Consider all the audio diaries scattered through each of the levels. When put together they weave together the complicated social tapestry of Rapture, a blend of unbridled ambition and treachery and despair. An interesting part of the story... that isn't an integral part of the game. In fact, listening to these audio diaries will commonly displace you from the immersion of the game, and in fact distract you from attacking enemies. These side-stories are entirely skippable for those who wish to simply blow things up.
And that's a problem too: as a straight-forward first-person shooter, Bioshock is strangely unsatisfying for not having unbalanced game play. Bioshock looks beautiful, sounds realistic for sound effects and dramatic for voice acting and has period songs of the era, and is a high class offering that should be a great video game - but it isn't as much fun as DOOM to shoot monsters and blow stuff up.
This is where Bioshock deviates from the norm (watch out, lying-down people everywhere!). As a game, it isn't much fun or challenging, but as a story and as a work of original art, it is fascinating and nuanced and fresh. As a top tier well-hyped video game with enormous production values, it's clear that sacrifices were made to this game to make it enjoyable and accessible to everyone; to anyone who has studied art knows, art is something that is for anyone, but not everyone. Bioshock could have been something really special and extraordinary, but instead we have something that allows the basest fan boy to blow stuff up.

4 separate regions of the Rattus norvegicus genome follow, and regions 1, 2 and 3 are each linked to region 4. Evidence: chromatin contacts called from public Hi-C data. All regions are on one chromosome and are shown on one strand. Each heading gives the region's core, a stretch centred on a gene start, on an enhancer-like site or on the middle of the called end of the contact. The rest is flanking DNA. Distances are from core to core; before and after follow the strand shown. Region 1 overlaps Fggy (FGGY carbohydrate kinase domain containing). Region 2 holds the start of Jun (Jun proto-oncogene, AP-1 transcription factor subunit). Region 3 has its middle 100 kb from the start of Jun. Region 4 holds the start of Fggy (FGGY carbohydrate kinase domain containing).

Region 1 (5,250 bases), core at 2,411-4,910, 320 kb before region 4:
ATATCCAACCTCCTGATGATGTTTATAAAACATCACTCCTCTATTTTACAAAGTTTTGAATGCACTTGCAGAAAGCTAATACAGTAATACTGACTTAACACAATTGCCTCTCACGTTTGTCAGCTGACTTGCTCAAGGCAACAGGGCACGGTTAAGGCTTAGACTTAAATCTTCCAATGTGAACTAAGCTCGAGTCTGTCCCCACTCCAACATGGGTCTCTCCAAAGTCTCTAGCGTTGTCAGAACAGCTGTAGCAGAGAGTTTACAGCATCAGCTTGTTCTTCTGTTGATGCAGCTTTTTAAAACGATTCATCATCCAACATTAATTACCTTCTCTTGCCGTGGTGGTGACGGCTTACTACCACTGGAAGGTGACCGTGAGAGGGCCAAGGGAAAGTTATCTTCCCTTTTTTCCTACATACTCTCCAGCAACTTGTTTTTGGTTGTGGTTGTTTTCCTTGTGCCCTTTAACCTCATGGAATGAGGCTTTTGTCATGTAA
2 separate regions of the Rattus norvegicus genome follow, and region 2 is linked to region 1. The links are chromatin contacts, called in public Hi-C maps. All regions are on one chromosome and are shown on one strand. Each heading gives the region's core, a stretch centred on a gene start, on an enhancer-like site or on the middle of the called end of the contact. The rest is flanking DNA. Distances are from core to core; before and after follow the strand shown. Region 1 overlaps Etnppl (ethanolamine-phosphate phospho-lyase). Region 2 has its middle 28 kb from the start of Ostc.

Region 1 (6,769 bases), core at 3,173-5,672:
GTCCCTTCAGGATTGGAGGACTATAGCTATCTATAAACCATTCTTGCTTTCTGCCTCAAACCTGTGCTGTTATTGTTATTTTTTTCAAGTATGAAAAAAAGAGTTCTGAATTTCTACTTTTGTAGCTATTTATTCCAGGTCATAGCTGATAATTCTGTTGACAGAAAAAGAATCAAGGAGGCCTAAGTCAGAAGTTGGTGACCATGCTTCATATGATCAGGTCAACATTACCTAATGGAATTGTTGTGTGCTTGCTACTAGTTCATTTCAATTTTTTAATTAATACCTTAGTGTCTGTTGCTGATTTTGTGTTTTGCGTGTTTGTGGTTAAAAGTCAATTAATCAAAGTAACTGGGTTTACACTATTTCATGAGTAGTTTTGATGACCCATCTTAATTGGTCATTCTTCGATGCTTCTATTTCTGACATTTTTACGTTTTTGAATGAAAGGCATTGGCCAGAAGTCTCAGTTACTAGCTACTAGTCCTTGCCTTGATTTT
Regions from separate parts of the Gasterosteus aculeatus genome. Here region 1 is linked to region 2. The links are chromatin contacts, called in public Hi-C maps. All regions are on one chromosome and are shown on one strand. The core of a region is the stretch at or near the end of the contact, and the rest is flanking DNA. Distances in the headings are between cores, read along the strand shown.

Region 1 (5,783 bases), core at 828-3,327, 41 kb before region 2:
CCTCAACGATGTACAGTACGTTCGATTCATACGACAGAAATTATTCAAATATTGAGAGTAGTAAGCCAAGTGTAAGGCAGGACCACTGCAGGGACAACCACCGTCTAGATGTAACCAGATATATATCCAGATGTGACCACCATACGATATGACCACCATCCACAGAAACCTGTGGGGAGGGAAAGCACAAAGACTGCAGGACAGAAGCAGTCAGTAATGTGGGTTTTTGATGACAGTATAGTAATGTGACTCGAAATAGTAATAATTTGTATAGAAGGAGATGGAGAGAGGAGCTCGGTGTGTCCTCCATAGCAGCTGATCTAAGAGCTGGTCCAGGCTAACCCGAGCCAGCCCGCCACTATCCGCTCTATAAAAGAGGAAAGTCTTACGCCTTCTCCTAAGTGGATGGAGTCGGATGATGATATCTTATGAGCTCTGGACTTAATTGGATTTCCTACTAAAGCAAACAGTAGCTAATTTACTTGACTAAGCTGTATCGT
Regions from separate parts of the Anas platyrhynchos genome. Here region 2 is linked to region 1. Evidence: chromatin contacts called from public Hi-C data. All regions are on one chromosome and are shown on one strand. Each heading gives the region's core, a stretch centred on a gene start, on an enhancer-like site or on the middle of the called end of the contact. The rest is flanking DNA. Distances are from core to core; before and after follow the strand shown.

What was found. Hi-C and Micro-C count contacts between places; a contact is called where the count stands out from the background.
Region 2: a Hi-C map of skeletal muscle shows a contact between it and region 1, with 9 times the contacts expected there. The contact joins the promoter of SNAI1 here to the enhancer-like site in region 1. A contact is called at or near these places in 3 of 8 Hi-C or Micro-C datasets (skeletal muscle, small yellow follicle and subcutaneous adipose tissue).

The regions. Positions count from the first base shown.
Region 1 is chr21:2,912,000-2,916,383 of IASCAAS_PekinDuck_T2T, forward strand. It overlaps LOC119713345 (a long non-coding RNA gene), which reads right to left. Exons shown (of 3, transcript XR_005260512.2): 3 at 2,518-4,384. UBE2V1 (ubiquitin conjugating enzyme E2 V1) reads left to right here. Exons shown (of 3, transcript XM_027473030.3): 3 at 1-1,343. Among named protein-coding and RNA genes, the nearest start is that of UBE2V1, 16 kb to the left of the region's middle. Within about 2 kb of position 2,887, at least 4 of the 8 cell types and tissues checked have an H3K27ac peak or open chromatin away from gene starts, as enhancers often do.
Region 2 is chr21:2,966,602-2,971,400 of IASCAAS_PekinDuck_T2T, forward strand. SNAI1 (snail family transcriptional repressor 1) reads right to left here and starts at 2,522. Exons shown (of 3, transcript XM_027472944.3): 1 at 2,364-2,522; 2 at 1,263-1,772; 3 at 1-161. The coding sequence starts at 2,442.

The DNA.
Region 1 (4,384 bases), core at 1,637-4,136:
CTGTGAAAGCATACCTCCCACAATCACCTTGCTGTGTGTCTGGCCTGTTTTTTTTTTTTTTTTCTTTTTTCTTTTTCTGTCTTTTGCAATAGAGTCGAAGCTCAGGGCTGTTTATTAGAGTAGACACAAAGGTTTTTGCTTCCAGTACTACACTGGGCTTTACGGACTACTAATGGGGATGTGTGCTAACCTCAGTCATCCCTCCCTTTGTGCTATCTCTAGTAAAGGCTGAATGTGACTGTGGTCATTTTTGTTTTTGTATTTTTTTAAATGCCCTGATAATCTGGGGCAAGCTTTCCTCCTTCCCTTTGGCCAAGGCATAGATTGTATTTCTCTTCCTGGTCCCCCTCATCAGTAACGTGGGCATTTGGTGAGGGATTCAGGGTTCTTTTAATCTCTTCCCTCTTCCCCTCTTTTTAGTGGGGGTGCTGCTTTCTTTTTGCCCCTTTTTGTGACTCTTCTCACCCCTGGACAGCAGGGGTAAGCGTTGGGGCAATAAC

This isn't to say Bioshock doesn't understand its medium and the limitations thereof; on the contrary, the single most genius fact of the design of Bioshock is the use of linearity. Long a bane of video game design, Bioshock whole-heartedly embraces linearity as the basis of the shocking twist at the game's mid-section. Without explaining it completely to encourage people to play it for themselves, the linearity of the game and lack of choice is used to turn the entire convention of video game stories on its head. This same type of head-turning convention was last used to great effect in "Shadows of the Colossus" (2005), in which, without the use of speaking script, the player realizes in horrifying dismay that the colossus you are slaying aren't evil - the sad, melancholic music that plays upon killing a colossus is in stark contrast to the happy, heroic music that plays when you finally mount them.